Rock en Seine cancels, French organisers get creative
France’s Rock en Seine has been called off, following the government’s announcement that festivals would be restricted to 5,000 seated and socially distanced attendees.
The Paris festival, which typically welcomes 120,000 festivalgoers each year, was set to take place between 27–29 August 2021, though the line-up had not been announced.
In a statement, the organisers say: “Even with the greatest optimism, given the health restrictions in place today we know that the event we want to create and experience sadly cannot take place this year.”
The French government announced the framework for the 2021 festival season back in February, along with a €30 million fund.
The aid was launched to compensate organisers – both for losses incurred due to the implementation of alternative formats and in the event that festivals are cancelled due to an increasing Covid-19 infection rate.
Many French organisers have already jumped at the chance to implement an alternative event, including the country’s largest festival, the Vieilles Charrues (Old Plows).
The festival will host an intimate concert series at the Parc du Château in its home region of Brittany between 8–18 July 2021.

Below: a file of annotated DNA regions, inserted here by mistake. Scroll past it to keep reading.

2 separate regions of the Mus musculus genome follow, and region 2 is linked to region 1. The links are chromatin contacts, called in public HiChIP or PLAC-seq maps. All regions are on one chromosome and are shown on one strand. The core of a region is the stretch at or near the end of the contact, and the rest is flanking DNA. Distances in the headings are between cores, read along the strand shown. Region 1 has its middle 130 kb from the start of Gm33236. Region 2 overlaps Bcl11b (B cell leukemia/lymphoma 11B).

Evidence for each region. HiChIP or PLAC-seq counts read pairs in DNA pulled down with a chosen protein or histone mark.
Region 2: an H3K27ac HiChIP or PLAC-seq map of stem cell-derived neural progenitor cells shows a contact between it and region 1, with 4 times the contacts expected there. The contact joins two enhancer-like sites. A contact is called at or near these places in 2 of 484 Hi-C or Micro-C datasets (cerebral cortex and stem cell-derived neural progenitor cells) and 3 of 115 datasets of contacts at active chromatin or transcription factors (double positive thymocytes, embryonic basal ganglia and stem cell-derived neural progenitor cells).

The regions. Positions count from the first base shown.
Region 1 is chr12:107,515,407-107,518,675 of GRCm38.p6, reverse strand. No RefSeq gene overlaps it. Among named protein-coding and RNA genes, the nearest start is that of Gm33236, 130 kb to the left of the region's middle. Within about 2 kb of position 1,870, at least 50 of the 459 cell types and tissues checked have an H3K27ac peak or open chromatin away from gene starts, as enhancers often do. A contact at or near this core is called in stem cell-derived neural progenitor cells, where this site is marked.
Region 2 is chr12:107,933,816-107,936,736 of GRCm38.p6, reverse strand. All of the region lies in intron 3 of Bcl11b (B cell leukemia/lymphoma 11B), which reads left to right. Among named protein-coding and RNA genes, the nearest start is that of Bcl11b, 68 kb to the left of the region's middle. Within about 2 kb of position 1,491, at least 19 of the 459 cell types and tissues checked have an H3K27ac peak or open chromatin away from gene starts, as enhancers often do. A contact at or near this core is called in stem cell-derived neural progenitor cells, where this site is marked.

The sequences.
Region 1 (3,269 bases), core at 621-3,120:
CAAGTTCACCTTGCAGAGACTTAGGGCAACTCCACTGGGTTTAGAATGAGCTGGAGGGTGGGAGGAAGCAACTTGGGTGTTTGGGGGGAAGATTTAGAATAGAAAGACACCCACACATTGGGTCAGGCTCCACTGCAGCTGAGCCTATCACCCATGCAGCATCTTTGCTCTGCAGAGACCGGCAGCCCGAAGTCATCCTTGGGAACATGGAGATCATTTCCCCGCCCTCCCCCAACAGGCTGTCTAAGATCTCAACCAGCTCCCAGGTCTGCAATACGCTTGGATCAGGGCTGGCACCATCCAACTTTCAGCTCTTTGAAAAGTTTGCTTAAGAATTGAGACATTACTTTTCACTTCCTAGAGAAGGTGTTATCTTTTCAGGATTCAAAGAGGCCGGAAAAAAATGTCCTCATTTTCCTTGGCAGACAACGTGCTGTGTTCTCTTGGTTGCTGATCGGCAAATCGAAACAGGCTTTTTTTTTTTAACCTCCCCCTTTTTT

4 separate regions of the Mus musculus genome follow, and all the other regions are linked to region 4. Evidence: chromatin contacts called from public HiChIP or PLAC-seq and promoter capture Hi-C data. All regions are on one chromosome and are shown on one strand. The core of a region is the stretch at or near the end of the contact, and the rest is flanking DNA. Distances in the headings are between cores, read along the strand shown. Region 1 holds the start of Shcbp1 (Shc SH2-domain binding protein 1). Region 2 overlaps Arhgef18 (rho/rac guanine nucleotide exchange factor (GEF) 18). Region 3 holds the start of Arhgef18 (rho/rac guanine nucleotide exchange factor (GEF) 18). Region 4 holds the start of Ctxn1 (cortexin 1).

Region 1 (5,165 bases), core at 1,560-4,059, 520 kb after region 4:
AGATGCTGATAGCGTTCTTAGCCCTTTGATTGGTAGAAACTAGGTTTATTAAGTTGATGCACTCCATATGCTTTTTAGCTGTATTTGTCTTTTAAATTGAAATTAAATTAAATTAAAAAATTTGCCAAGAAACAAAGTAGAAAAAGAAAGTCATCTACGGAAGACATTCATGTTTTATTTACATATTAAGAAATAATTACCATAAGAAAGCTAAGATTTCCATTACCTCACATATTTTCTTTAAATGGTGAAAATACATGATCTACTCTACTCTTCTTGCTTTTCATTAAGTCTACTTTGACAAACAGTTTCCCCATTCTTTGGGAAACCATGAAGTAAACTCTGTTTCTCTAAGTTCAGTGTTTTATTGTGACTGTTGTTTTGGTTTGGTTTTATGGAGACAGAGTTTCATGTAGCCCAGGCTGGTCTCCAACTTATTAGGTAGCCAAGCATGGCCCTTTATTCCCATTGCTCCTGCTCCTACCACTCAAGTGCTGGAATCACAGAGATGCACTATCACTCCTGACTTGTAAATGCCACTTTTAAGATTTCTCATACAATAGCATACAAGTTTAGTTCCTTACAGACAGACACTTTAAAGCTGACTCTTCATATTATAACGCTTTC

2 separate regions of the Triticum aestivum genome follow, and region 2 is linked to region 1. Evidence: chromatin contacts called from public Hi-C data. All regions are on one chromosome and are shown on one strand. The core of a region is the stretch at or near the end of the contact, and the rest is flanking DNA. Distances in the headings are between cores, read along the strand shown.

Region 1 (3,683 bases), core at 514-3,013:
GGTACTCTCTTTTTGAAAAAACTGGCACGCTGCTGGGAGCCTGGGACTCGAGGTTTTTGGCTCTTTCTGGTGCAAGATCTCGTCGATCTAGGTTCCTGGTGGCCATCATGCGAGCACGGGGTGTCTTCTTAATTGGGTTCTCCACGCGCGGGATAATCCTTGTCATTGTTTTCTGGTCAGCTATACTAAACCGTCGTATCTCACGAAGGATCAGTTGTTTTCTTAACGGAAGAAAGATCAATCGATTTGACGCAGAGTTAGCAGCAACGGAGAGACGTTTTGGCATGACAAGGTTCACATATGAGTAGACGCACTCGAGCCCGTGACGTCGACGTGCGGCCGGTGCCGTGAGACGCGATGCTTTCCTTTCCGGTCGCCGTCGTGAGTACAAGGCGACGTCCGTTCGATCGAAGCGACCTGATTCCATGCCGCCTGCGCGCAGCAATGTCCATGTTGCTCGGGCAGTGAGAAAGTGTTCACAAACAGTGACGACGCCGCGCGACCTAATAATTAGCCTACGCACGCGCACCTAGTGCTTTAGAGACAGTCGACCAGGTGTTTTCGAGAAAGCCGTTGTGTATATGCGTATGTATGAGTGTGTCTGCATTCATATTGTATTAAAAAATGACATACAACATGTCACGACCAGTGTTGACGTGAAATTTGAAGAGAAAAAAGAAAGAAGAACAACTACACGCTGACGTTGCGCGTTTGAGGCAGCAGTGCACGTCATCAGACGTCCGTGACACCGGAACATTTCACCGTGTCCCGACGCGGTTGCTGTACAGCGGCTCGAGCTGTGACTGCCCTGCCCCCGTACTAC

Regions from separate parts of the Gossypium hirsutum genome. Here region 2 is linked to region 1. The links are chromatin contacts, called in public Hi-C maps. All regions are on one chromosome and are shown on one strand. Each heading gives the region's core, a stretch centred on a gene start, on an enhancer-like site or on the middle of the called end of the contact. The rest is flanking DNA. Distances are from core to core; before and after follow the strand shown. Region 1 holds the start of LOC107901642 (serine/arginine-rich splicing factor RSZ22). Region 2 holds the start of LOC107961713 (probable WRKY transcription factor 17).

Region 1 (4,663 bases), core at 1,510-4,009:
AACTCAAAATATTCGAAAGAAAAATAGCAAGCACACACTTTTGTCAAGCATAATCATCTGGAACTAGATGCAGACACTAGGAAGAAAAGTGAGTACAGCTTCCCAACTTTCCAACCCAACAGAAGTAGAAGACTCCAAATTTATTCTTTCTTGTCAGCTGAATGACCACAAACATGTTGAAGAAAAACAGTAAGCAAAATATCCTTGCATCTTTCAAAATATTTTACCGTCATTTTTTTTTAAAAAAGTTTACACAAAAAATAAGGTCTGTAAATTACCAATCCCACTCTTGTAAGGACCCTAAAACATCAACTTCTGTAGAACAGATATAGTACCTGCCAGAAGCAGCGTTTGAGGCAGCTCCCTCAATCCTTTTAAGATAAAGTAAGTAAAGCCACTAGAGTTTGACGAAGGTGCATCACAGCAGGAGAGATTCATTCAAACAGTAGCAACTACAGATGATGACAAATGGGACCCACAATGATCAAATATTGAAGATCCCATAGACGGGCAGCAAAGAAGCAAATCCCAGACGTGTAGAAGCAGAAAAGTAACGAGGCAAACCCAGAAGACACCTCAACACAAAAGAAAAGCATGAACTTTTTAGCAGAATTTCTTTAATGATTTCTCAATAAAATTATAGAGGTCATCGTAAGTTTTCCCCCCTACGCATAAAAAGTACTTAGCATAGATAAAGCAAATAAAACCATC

“Even with the greatest optimism, given the health restrictions in place today we know that the event cannot take place this year”
The series will comprise 10 evenings concerts featuring 30 domestic artists including Vianney, Woodkid and Pomme. See the full line-up here.
Live Nation’s Main Square festival is also planning a concert series, which will comprise eight concerts in eight ’emblematic places’ of Hauts-de-France, the northernmost region of France. See the line-up and the list of locations here.
Those who have purchased tickets to the 2020, 2021 or 2022 editions of the Arras-based festival will have the opportunity to attend the six shows free of charge, in strict compliance with the current restrictions.
All six concerts will be filmed and broadcast online on the festival’s official website as well as on its social networks and those of its partners, on July 2, 3 and 4 – when the flagship festival would’ve taken place.
Elsewhere, in the French festival market, Eurockéennes says it is “now imagining the different possible options to offer another project, in a new format and adapted to the framework that will be imposed on us” though no further details have emerged.
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